CL: it’s not just about being powerful because sometimes, in the car world, this could be purely determined as its engine. in terms of the design, I think it’s the impact and strength of its presence that creates an image in your head and means it cannot be missed at a glance.





DB: you’ve spoken a lot about the details of the front but could you outline some of the key design features of the rear?


CL: on the rear, we have these classic BMW ‘L’ tail lights but, due to the bend of the ‘X’ car, makes it more into a ‘T’ shape. its drop-down extenuates the direction towards the wheel, which in turn, plants it downwards. this aids the stance and the aerodynamics. it also marks the width of the vehicle and emphasizes the positioning of the wheels on the outside. this combines to create a strong and sporty feeling.

the recognizable ‘L’ shaped tail lights




DB: how were these details developed? did it start when sketching, when creating a clay model or was it an interchanging dialogue between both processes?


CL: it starts with a sketch but the initial ideas are sculpted in photoshop. I say sculpted because to me, photoshop is not just rendering the linse. when you are rendering, you are sculpturing. you are adding light and adding shadow so that means you are creating three-dimensional shapes. the next challenge is to translate that into something actually 3D. that comes first from a computer phase and then a clay stage. this enables you to experience it physically when standing there as a fully scale model. there, you see the sculpture differently because its right in front of you. perhaps some of the ideas in the sketches do not manifest themselves how you imagined them on paper. in addition, once you are in the physical model, there are a lot of technical requirements, such as the engine, that needs to be worked out. this is its packaging and can mean that the design has to be adapted.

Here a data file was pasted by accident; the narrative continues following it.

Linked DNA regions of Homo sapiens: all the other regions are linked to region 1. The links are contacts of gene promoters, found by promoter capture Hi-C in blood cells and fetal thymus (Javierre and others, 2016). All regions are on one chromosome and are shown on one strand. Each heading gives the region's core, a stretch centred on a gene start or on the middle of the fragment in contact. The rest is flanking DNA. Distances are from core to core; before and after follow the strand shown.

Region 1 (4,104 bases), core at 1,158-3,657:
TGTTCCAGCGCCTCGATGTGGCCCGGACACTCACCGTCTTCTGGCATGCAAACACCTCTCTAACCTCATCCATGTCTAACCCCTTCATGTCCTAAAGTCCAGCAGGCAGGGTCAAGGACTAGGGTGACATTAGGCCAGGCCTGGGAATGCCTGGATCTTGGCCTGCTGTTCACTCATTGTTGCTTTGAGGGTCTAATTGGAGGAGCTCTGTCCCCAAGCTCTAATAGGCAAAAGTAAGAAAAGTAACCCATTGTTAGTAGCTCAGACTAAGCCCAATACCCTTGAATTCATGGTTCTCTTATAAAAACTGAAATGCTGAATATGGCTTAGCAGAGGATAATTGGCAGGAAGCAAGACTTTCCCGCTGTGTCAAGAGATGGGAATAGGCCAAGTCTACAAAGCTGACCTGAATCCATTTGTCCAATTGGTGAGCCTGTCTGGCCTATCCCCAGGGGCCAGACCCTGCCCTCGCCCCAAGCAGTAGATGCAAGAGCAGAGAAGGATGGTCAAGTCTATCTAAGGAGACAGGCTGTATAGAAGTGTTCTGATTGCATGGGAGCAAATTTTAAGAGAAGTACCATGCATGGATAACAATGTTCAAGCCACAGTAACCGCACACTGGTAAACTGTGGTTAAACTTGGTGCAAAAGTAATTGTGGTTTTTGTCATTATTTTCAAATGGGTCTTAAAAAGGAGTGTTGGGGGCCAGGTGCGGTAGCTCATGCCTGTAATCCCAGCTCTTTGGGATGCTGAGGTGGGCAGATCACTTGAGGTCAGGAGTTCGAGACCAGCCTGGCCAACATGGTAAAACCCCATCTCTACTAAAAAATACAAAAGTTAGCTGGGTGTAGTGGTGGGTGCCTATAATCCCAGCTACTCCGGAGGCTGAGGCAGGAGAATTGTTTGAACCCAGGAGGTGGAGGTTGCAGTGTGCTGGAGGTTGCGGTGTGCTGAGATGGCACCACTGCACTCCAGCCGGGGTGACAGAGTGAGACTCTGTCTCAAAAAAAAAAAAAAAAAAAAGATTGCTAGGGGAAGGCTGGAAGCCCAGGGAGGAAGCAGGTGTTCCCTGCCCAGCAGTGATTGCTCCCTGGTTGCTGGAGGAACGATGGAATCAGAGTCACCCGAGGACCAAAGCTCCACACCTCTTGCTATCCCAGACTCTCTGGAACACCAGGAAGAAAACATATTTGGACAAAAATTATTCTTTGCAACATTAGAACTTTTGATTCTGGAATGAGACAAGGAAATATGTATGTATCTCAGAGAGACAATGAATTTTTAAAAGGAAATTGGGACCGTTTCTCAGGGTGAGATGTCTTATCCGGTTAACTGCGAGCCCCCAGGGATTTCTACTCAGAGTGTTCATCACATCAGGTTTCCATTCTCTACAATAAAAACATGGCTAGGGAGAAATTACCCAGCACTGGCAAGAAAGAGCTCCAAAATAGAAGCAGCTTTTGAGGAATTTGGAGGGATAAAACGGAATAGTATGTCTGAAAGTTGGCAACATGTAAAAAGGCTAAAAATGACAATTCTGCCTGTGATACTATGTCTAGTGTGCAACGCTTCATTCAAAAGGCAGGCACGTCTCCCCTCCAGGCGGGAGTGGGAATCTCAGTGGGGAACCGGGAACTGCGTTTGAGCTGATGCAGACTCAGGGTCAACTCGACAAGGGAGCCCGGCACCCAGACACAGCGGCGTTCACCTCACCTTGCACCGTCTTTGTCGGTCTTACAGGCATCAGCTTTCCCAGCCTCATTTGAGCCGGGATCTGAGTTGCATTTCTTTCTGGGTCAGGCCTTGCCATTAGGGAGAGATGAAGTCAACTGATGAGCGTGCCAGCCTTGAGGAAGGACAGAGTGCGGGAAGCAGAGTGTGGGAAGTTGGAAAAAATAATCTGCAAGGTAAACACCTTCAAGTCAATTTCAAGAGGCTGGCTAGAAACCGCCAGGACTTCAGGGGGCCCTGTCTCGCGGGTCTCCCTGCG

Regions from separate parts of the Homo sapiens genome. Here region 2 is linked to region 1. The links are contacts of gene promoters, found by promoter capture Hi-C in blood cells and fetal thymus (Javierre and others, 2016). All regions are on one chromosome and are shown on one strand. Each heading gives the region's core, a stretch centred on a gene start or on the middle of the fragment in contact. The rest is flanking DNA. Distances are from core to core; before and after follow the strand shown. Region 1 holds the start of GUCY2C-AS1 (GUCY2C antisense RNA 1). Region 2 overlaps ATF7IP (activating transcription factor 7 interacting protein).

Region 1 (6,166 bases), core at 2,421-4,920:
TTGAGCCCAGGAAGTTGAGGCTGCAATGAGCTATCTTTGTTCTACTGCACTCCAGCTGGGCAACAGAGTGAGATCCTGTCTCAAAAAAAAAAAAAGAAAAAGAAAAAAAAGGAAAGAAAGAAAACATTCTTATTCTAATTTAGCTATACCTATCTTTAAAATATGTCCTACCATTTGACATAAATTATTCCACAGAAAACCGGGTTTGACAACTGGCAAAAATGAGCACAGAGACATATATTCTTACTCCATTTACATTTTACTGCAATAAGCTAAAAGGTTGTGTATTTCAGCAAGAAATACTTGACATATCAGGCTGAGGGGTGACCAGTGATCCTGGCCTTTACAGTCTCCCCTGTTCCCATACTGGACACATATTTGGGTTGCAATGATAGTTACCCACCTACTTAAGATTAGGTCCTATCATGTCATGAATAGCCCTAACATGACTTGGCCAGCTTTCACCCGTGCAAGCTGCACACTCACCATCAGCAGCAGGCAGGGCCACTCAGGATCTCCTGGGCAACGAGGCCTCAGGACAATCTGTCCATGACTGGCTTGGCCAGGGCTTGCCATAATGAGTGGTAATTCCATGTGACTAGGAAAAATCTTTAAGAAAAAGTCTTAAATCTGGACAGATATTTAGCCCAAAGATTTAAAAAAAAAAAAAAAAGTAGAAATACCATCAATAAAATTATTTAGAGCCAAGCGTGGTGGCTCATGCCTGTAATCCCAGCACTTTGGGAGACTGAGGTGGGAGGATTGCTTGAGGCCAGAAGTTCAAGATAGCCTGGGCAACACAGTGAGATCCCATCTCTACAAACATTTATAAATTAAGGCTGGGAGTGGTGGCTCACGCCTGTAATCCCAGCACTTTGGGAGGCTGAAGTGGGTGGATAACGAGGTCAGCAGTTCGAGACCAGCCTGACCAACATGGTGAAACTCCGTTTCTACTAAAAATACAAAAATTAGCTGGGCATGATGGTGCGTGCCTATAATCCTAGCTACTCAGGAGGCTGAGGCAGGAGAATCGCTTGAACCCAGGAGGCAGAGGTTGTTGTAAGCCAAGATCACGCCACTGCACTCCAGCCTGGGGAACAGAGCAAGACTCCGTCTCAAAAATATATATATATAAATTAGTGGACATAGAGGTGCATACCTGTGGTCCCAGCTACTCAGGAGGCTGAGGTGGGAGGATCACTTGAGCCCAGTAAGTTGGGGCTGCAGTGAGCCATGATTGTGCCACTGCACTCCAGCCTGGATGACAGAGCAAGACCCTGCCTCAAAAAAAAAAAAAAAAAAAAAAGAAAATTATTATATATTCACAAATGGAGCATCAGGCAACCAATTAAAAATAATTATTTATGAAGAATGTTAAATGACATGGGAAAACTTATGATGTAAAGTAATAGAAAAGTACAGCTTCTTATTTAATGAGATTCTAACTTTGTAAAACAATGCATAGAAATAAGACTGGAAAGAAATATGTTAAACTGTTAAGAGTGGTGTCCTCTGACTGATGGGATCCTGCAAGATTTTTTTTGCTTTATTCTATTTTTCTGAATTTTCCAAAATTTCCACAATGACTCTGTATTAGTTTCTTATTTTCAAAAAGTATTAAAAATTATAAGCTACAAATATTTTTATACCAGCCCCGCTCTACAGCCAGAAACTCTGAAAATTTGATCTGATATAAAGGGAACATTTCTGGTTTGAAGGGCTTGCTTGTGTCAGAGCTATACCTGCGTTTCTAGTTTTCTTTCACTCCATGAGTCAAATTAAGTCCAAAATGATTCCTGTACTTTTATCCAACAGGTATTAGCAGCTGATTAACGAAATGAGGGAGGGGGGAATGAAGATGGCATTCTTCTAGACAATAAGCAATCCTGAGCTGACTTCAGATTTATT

rear view of the SUV




DB: there must have been quite a lot of expectations when developing the new model. was there anything that you wanted to focus on, or were there any details that you wanted to include but were not able to achieve?


CL: in terms of our process, we start with a sketching competition that involves many designers. this means that there are many directions at the beginning. each designer brings his or her view and interpretation, based on the brief. slowly, in a competition phase, we move from 20-30 proposals, to six computer modes, to four clay modes, to two clay models, until there is one selected design. my direction was to create a strong volume that went through the car. when you see the car, its very solid but very agile at the same time. it started from the kidneys and then the pure volume made its way to the back. through this logic, you still have certain solidarity to the form, but without adding artificial lines.

the driver-focused cockpit promotes a contemporary premium ambiance




37mm of extra knee room has been added for the passengers